My primary interests are in the processes that control evolution – how things change over time.

I am currently a PhD student with the MacColl lab at the University of Nottingham. Our group is dedicated to understanding how the environment and ecological processes shape evolution. To do this we investigate the adaptive radiation of three-spined stickleback fish, Gasterosteus aculeatus, on the Scottish island North Uist.


North Uist is a flooded mosaic of low-level freshwater lakes. Photographed by myself, May 2016.

An adaptive radiation is an amazing phenomenon, in which a myriad of forms and functions diversify from a single starting point, driven by changes in their environment. Adaptive radiations are like the experiment evolutionary biologists dream of setting up, in which you’d start with a collection of animals that are the same, put them into different environments and see how they change over thousands of years. However, adaptive radiations are the ‘end’ of the experiment, and therefore the research we do is to investigate how the fish have changed from their common ancestor (the results) and how their different environments shaped their change (the experiment conditions). Stickleback radiations are ideal for these questions. Bony armoured marine ancestors were trapped in freshwater lakes at the end of the last glaciation. Lakes differ in their environments in available food, predators, water chemistry and parasites, and so each lake has produced a uniquely evolved population of freshwater stickleback.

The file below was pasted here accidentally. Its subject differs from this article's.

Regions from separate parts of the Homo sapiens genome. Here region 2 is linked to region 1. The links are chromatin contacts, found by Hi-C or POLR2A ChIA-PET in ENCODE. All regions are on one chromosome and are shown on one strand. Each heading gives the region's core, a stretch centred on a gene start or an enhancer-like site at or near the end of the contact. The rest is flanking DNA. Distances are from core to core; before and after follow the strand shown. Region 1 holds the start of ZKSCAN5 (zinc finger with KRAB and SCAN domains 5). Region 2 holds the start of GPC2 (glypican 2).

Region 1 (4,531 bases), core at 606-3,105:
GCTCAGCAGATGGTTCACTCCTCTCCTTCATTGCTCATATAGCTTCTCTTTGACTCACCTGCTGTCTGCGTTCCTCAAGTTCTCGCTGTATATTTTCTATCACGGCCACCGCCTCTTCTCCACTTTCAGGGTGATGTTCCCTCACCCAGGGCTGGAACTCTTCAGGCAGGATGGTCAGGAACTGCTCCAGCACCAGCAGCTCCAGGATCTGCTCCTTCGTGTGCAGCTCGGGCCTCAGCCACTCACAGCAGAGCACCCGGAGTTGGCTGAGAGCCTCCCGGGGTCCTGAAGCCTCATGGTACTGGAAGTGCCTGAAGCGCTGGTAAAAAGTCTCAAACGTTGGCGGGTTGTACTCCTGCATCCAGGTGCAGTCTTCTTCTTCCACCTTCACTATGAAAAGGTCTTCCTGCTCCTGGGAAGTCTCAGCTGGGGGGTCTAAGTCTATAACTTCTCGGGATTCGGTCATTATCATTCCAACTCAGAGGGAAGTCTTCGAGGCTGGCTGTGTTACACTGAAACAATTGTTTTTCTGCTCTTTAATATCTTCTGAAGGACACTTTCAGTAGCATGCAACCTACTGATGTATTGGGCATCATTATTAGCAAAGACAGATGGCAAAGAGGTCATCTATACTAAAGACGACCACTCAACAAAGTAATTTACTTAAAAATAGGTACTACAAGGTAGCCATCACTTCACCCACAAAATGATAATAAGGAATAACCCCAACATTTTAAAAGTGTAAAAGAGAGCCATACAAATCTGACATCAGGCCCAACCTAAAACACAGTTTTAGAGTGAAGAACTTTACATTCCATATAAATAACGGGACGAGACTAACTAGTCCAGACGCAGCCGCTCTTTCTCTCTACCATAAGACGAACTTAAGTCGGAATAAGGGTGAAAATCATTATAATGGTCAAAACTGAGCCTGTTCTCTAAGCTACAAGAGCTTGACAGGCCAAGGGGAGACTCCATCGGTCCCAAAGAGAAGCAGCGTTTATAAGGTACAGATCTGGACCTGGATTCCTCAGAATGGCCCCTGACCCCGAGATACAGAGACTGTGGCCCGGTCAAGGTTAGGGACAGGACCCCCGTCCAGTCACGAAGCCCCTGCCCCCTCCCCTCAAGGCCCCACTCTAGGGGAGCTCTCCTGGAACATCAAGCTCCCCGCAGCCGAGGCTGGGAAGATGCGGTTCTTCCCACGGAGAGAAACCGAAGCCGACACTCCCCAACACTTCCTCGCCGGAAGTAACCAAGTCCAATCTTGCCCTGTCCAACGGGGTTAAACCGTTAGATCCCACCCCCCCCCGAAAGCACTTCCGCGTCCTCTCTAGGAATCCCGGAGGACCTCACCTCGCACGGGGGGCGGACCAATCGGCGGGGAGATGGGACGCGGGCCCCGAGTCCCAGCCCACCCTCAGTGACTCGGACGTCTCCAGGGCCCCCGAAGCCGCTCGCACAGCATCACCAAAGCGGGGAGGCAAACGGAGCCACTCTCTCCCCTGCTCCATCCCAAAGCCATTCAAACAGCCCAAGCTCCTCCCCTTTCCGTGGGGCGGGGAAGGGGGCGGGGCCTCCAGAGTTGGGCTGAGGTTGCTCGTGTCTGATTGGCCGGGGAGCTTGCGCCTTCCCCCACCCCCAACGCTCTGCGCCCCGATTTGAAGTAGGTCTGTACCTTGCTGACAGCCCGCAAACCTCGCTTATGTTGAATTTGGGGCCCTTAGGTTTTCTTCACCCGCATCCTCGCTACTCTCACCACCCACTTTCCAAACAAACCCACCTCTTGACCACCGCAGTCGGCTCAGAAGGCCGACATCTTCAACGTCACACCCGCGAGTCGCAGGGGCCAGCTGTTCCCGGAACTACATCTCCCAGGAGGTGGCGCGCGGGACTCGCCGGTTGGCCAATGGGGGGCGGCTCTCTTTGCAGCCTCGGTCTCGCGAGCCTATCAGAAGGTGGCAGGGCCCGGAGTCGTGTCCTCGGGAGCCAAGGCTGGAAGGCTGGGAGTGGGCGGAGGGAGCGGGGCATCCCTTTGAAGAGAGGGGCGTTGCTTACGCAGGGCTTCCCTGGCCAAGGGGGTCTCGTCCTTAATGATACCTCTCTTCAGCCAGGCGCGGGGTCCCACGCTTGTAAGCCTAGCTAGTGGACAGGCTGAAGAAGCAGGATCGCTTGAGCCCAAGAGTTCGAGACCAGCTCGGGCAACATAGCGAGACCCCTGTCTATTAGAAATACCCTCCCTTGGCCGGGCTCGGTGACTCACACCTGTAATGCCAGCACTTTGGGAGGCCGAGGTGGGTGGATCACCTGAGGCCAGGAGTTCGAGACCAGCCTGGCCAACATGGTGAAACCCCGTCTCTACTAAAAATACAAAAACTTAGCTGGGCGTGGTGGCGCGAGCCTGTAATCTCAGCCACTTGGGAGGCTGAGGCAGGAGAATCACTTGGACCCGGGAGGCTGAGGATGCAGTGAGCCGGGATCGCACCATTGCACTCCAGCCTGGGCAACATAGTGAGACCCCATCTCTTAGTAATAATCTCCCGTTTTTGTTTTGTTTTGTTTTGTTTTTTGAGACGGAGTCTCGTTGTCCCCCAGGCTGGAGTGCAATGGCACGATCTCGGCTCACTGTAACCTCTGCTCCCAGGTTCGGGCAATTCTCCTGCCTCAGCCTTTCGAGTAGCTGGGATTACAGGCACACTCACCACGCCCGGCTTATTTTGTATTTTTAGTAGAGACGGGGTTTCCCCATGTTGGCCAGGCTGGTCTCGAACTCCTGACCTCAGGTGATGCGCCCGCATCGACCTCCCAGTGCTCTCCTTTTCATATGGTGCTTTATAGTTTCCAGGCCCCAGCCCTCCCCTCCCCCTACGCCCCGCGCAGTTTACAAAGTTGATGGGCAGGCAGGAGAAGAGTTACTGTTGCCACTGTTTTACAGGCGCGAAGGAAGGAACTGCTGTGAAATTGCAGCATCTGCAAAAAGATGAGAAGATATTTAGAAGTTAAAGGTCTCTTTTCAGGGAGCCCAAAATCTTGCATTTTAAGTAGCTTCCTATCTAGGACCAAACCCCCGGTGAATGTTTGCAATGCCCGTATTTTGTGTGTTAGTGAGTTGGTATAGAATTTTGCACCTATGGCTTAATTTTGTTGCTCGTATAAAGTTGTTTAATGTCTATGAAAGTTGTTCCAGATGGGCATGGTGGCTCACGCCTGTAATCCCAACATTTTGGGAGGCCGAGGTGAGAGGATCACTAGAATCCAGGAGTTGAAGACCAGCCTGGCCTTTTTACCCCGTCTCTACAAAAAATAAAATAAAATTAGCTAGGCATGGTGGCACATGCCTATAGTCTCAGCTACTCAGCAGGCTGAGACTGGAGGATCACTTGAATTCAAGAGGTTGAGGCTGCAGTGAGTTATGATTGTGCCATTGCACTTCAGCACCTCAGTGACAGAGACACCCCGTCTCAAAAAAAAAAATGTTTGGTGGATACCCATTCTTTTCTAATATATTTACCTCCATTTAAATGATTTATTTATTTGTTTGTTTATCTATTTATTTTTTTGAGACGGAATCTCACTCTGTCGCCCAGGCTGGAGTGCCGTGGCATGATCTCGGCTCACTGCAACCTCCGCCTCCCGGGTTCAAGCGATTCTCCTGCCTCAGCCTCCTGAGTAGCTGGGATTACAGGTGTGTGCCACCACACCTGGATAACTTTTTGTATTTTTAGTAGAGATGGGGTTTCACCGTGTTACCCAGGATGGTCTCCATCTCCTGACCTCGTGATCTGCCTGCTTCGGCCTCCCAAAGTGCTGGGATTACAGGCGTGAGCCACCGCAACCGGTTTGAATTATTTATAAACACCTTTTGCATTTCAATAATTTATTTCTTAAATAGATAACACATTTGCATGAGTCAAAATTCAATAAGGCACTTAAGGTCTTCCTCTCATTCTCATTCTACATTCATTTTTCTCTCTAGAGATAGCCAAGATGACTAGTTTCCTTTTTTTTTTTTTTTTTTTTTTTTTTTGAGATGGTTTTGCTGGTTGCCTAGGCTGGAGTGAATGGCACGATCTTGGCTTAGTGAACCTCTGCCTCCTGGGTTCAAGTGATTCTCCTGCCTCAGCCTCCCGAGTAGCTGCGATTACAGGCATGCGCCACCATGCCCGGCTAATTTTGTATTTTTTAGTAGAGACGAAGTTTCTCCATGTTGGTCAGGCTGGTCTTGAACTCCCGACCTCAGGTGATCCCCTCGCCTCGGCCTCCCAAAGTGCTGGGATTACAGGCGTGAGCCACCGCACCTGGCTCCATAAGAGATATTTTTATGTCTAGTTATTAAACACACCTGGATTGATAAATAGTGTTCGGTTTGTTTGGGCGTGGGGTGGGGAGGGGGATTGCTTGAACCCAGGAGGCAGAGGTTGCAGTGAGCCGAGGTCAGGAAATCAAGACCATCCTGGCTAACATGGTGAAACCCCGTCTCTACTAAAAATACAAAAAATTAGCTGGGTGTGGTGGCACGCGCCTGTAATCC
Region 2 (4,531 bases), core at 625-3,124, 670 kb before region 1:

Stickleback_with_Schostocephalus.jpgA stickleback infected with Schistocephalus worms. By Jtrytin (Own work) [CC BY-SA 4.0], via Wikimedia Commons

Personally, my research addresses evolutionary questions regarding variation in immune responses. In the wild, animals respond to their parasites in different ways, there is no perfect ‘resistance’ strategy. Immune responses have to be optimised for the local environment and so selection drives immune evolution by weighing up things like: resources available for expensive immune responses; risk of autoimmunity against risk of infection; and balancing immune responses against different kinds of co-infecting parasites. Here are some examples of the questions I am investigating:

  • Do immune responses evolve predictably alongside life history?
  • Do repeatable environments promote parallel evolution of immune responses?
  • How do different immune responses change according to seasonal cues?
  • What’s the role of evolved immune responses in selection against hybridization?

6851672066_bc62f32dd2_o.jpgThe pea aphid, Acyrthosiphon pisum, another important animal studied in evolutionary biology. By Andy Murray, via Flickr, licensed [CC BY-SA 2.0]

I have also spent time during my Masters degree at the University of Sheffield investigating the behavioural ecology of pea aphid speciation, Acyrthosiphon pisum, with Professor Roger Butlin. I examined the interactions between aphids and their host plants, and how the two had co-evolved. These amazing insects spend their entire lives living on their host plants. My findings revealed that co-evolved plant defences are important for keeping different types of pea aphid apart, helping them continue to evolve into new species.


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